Mohegan’s Digital Gambling Division Works To Offset Q1 2024 Losses

Written By Derek Helling on February 12, 2024
cards, chips, and dice on keyboard

Among the benefits of having a dynamic business with multiple revenue streams is that the business isn’t wholly dependent on any single facet to succeed. The first quarter of fiscal year 2024 for the Mohegan Tribal Gaming Authority is a great example of this strategy.

While the bottom line for the quarter for the business is anything but awe-inspiring, there’s at least one division that Mohegan can’t blame for the net loss. Mohegan Digital has continued to see a marked improvement in its contributions toward the corporation.

An unimpressive bottom line for Mohegan’s Q1 2024

In Mohegan’s Q1 2024 earnings report, several numbers matter. Perhaps most prominent is the bottom line or the company’s net income for the first quarter of its current fiscal year. That came to a loss of over $97 million.

Among the factors that Mohegan lists for that loss are “operating costs related to the opening of Mohegan INSPIRE, non-controlling interest adjustments at Niagara Resorts, and low table hold at a few of our properties.”

Compared with the first quarter of fiscal year 2023, Mohegan’s net income is down almost $100 million as that previous quarter saw the company barely eke out some positive net income.

Heightened costs; like those associated with the opening of Mohegan INSPIRE, the company’s first venture in South Korea, seem to be the main culprit for the variance. The company’s revenues increased by over $18 million for the first quarter year-over-year.

A lot of that revenue growth came from one source; Mohegan Digital.

Mohegan’s online gambling products continue to outperform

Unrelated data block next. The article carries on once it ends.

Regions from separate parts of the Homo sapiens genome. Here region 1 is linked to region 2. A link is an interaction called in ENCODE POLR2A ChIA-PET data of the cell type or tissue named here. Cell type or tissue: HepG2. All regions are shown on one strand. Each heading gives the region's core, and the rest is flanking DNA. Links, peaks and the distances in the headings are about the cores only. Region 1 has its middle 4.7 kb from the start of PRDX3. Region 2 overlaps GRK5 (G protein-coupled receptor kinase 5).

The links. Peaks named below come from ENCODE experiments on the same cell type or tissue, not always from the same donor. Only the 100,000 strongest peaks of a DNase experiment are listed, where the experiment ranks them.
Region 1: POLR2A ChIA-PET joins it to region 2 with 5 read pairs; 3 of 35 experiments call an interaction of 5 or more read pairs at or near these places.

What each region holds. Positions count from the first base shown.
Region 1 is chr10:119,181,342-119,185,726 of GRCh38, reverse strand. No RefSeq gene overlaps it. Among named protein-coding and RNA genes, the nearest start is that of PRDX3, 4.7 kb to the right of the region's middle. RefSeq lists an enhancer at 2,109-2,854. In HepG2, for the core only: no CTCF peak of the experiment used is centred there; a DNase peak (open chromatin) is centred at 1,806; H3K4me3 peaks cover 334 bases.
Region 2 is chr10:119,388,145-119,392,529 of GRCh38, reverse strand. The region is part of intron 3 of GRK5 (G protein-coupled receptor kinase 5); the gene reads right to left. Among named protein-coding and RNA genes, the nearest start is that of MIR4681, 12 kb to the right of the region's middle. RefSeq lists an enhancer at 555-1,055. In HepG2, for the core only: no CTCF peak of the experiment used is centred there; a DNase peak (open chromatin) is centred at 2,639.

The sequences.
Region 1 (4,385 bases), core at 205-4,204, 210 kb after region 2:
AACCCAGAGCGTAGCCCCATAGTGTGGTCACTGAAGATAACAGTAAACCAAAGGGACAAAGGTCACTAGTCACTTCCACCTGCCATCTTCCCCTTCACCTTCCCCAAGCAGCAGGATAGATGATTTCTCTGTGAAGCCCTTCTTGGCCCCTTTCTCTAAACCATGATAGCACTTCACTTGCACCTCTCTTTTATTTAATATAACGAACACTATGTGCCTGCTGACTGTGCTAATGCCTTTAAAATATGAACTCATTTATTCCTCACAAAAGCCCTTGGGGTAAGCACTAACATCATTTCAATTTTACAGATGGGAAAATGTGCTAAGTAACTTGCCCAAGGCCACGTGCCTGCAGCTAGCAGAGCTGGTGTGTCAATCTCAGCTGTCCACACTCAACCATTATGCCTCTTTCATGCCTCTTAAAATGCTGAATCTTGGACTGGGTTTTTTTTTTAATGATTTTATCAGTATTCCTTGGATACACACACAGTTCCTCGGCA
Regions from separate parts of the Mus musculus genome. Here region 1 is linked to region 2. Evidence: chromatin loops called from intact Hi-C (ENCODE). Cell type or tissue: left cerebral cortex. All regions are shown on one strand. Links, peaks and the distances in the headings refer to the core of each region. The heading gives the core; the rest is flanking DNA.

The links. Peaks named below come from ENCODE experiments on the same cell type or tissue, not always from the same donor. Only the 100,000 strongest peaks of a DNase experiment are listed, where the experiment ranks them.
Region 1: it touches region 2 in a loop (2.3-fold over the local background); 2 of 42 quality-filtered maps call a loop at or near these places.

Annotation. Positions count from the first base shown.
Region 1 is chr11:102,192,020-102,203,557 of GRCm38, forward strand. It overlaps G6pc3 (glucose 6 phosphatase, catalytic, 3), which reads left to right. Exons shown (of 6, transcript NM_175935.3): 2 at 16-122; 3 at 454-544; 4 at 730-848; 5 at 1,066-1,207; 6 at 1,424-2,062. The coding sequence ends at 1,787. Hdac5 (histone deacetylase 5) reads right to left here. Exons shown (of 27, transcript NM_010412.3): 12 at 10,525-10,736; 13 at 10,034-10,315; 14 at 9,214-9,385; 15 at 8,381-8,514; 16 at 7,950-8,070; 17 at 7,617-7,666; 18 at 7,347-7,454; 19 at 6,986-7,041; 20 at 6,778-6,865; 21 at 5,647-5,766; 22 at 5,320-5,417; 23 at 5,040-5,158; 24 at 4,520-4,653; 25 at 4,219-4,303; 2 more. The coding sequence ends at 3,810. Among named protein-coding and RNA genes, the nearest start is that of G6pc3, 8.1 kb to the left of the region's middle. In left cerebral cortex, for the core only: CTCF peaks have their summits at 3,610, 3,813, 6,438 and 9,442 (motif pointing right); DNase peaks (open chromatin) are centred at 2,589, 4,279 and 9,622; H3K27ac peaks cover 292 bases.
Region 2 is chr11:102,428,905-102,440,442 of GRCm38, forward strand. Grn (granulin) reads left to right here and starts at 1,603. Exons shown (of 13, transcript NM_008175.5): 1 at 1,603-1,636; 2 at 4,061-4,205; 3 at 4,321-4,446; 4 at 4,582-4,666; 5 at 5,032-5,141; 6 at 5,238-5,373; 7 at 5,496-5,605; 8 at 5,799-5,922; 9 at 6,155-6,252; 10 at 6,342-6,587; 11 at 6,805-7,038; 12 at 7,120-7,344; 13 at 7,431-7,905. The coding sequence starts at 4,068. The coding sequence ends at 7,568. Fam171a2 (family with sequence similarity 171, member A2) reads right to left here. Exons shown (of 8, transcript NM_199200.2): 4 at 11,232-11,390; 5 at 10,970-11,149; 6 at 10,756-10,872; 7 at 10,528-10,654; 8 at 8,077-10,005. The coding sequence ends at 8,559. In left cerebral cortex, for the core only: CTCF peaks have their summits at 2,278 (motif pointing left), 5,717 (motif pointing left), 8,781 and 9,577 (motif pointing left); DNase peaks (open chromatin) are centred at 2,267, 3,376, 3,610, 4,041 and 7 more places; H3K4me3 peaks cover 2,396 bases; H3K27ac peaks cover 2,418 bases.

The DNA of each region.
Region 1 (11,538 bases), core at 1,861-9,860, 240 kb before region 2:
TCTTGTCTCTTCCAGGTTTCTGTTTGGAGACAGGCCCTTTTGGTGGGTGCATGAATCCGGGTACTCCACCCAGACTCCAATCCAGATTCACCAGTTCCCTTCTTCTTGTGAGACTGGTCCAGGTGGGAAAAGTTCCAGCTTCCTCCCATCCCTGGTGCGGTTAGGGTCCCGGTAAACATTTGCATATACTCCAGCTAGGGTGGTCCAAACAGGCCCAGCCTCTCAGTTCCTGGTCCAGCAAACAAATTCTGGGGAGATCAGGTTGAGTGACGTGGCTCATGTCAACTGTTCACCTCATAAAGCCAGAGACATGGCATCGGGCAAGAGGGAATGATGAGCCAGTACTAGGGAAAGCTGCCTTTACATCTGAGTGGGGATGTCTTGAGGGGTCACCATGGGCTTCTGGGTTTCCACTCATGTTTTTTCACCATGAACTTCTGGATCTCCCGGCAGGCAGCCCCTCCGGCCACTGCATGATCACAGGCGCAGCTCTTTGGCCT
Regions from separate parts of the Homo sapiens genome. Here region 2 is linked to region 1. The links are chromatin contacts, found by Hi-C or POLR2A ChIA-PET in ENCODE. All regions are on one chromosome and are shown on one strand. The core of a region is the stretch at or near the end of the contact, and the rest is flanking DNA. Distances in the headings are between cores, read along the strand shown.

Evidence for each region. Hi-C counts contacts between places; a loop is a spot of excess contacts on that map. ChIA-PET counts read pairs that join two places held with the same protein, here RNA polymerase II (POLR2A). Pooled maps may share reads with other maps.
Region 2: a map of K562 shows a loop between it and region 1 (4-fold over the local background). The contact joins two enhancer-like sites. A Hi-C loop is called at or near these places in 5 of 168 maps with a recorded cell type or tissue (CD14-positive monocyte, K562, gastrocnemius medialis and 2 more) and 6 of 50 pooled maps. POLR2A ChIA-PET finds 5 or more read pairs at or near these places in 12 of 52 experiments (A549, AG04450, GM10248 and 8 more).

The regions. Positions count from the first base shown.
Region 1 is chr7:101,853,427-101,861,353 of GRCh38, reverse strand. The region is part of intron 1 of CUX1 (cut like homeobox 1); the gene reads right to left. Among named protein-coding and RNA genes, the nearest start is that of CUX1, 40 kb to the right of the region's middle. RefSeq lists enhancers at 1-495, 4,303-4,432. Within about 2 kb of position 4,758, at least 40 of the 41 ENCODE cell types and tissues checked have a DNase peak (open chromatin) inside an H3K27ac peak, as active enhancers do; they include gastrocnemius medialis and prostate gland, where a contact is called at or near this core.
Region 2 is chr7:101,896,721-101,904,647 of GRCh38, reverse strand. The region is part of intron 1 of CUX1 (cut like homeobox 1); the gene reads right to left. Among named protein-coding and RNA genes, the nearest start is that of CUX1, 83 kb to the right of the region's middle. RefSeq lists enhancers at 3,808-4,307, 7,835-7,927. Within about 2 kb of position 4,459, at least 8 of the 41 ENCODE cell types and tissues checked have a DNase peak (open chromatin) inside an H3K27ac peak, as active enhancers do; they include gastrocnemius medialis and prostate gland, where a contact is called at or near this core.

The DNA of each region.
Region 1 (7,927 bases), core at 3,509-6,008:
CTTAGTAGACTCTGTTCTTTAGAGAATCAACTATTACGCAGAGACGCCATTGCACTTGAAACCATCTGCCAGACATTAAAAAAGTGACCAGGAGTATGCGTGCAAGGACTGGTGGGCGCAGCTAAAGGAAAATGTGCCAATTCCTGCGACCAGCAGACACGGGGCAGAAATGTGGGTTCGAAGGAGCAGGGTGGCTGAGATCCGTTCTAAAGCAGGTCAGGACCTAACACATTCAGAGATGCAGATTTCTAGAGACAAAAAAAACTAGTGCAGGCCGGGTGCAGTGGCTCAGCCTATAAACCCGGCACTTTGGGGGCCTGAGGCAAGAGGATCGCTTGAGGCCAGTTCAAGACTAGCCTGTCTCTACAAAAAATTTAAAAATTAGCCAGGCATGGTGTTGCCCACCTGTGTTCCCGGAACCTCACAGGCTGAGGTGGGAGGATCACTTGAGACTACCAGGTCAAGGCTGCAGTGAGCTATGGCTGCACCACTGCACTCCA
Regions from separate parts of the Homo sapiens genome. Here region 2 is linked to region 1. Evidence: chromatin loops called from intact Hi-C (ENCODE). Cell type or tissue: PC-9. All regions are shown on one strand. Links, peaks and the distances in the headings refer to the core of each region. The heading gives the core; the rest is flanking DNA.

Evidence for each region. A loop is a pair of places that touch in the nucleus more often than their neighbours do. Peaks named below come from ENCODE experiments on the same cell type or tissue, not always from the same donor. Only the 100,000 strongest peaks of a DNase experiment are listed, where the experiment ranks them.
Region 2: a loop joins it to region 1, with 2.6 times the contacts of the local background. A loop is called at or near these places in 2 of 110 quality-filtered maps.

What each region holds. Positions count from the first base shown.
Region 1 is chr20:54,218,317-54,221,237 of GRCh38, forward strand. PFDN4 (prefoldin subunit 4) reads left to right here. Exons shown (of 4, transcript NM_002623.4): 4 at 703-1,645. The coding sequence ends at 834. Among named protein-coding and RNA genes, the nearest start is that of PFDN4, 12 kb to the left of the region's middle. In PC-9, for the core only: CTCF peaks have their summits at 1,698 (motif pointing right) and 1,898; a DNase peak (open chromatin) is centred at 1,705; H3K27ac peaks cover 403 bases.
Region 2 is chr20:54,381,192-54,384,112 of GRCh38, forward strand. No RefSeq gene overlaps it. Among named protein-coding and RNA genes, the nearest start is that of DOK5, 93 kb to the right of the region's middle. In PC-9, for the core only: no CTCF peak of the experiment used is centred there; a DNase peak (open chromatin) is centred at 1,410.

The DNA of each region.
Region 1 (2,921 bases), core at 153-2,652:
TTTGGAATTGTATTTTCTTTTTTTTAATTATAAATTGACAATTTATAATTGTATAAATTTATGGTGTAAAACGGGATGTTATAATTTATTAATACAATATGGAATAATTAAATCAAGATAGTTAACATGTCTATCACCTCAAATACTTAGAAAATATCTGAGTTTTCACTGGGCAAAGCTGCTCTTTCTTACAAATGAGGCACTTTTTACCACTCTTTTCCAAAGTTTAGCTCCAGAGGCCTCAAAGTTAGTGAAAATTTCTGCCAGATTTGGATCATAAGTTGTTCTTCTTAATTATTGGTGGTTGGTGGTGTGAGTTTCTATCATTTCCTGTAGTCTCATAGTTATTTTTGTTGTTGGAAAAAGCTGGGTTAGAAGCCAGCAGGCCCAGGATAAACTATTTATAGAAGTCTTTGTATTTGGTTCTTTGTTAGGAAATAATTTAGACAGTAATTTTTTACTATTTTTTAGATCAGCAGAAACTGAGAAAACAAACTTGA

According to the earnings report, revenues for the first quarter of FY2024 for Mohegan Digital came to over $36.1 million. That’s an improvement of more than $25 million or about 224.1% compared to Q1 FY2023.

However, people looking at these numbers should keep two things in mind. First, as the report points out, part of the year-over-year increase is “due to an accounting adjustment which increased both net revenues and expenses by $14 million due to how Connecticut requires that online casino and sports wagering payments be made.”

That points to the second caveat. As this report does not break down expenses for the quarter on a line-item basis, it’s impossible to tell just from this report how much it cost Mohegan Digital to make that $36.1 million in revenue. More revenue does not mean that Mohegan Digital is profitable.

While revenue grew for Mohegan Digital, the situation for its brick-and-mortar gaming enterprises was not as positive.

Mohegan retail casinos lag behind prior numbers

Looking at the numbers for Mohegan Sun in Uncasville, Connecticut, and Mohegan Pennsylvania in Wilkes-Barre, there isn’t much for either to write home about for the quarter. Net revenues on a year-over-year comparison at both properties were down marginally.

Operating income took a bigger hit, however, being down 21.4% at Mohegan Pennsylvania and 19.1% at Mohegan Sun. For both properties, Mohegan explained that volume in its gaming activity was down while for Mohegan Sun, the casino’s hold on table games dropped as well.

While Mohegan’s Canadian property (Niagara Resorts) did see a marginal revenue increase, it wasn’t enough to offset losses at the other two aforementioned facilities. Despite all of that, gaming was still Mohegan’s single largest source of revenue for the quarter, accounting for over 67.1% of the whole.

While the bottom line for the quarter was undoubtedly the opposite of what investors like to see, there were some significant one-time expenses. The challenge for Mohegan going forward will be how to build on its success with Mohegan Digital while shoring up its in-person gaming to get closer to desirable results.

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Derek Helling

Derek Helling is the assistant managing editor of PlayUSA. Helling focuses on breaking news, including finance, regulation, and technology in the gaming industry. Helling completed his journalism degree at the University of Iowa and resides in Chicago

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